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Clumsiness Associated with Autism Spectrum Disorders—Poor Proprioception

Adult Autism Hurts: Proprioception

Adult Autism Hurts: Proprioception

Why do some children and adults with Autism have difficulty keeping their feet underneath them, or applying the correct amount of pressure when lifting an object? Why do they seem to walk into a room like an elephant in a china shop, or send the milk container flying across the room when it is too light? Poor proprioception.

What is Proprioception?

Proprioception refers to one’s own perceptions. It an unconscious perception of movement and spatial orientation controlled by nerves within the body. Our proprioceptive system allows us to locate our bodies in space, to be aware of where our arms and legs are in relation to one another, as well as, where they begin and where they end. Proprioception helps us perceive the outside world, telling us whether our bodies are moving or sitting still.This system helps us perceive the amount of force needed to complete a task, and then allows us to apply it appropriately. It helps us measure and perceive distances, allowing us to move through our world without crashing into everything around us.

Poor Proprioception Can Appear as Clumsiness

Children and adults with Autism often have difficulty with proprioception resulting in constantly bumping things, falls, bruises, and skinned knees. Those with Asperger’s Syndrome or Autism, can appear to be so clumsy in their day-to-day activities, but adept when they are intently focused. For example, a girl may be able to dance, or perform well while doing gymnastics, but fall down the steps leaving the stage, or trip out the door of the gymnasium.

What can help? Available Therapies for Poor Proprioception

Occupational Therapy can help children who have poor proprioception. Occupational therapists use proprioceptive activities to help children with Autism improve sensory integration so that they can perform motor skills. These activities can help children develop body awareness and coordination. Children with Autism may also find some of these activities help them to relax and focus. Examples of proprioceptive activities can include molding clay or play dough, ripping paper to make art projects, squeezing toys that make sounds or squirt water, working with objects attached to Velcro, using construction toys that snap or push together, or pushing crates, chairs, cars or other heavy objects. Adults with Autism may find lifting weights, jogging, dancing, or martial arts—combinations of vestibular and tactile activities, help in promoting sensory integration.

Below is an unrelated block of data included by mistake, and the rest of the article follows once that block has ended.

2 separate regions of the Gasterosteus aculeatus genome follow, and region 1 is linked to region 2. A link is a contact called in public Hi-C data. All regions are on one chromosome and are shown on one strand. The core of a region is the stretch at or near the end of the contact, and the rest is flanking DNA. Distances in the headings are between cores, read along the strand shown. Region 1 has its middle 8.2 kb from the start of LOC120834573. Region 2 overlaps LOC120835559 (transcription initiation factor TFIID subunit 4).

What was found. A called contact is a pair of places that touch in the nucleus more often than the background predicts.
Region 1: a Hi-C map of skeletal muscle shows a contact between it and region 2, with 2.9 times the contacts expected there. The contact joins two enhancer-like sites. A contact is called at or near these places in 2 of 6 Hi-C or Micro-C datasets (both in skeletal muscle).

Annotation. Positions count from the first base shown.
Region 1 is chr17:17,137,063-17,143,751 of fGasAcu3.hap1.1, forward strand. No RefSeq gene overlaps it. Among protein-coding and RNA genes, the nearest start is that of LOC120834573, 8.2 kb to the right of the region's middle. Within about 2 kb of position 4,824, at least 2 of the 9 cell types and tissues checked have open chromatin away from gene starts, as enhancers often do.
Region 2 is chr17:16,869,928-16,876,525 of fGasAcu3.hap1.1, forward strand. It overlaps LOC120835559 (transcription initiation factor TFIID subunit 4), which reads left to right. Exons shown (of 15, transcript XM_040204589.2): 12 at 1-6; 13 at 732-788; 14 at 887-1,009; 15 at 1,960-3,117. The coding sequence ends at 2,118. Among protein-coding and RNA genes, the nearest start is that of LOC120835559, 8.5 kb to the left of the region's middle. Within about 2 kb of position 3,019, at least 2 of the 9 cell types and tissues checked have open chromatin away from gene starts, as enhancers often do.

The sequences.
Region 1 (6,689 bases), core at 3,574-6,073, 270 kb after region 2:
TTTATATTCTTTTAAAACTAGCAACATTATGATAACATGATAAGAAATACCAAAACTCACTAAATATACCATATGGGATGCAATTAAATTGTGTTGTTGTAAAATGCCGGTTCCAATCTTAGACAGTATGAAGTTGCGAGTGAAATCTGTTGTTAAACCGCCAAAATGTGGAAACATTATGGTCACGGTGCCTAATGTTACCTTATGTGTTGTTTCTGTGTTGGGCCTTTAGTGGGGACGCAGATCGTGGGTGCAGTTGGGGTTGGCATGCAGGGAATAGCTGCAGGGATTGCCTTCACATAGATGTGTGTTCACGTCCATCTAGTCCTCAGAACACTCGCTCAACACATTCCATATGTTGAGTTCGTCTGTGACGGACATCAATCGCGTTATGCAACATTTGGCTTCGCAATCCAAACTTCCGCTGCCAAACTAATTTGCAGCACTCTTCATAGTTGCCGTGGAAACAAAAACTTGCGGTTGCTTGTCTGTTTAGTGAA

Poor proprioception can be the cause of apparent clumsiness in regards to motor coordination in those with Autism despite being able to accomplish tasks or show dexterity when intensely focusing. They can, for a short period of time, intensely focus on crossing a balance beam to get to the other side. However, it is impossible to sustain that level of focus in all activities 24 hours per day. While a “normal” person unconsciously perceives and is aware of each step they take, an autistic person must think about and focus consciously to perceive what comes naturally to others.

Jeannie Davide-Rivera

Jeannie is an award-winning author, the Answers.com Autism Category Expert, contributes to Autism Parenting Magazine, and the Thinking Person's Guide to Autism. She lives in New York with her husband and four sons, on the autism spectrum.


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  3. My grandmother, who was almost certainly also autistic herself, used to chide me on how clumsy I was. I never “outgrew” it, and it remains a very strong marker in me for my own autism, never legitimized by a diagnosis (I’m almost 50). I still have bruises on my constantly from falling, bumping into things, all of that.

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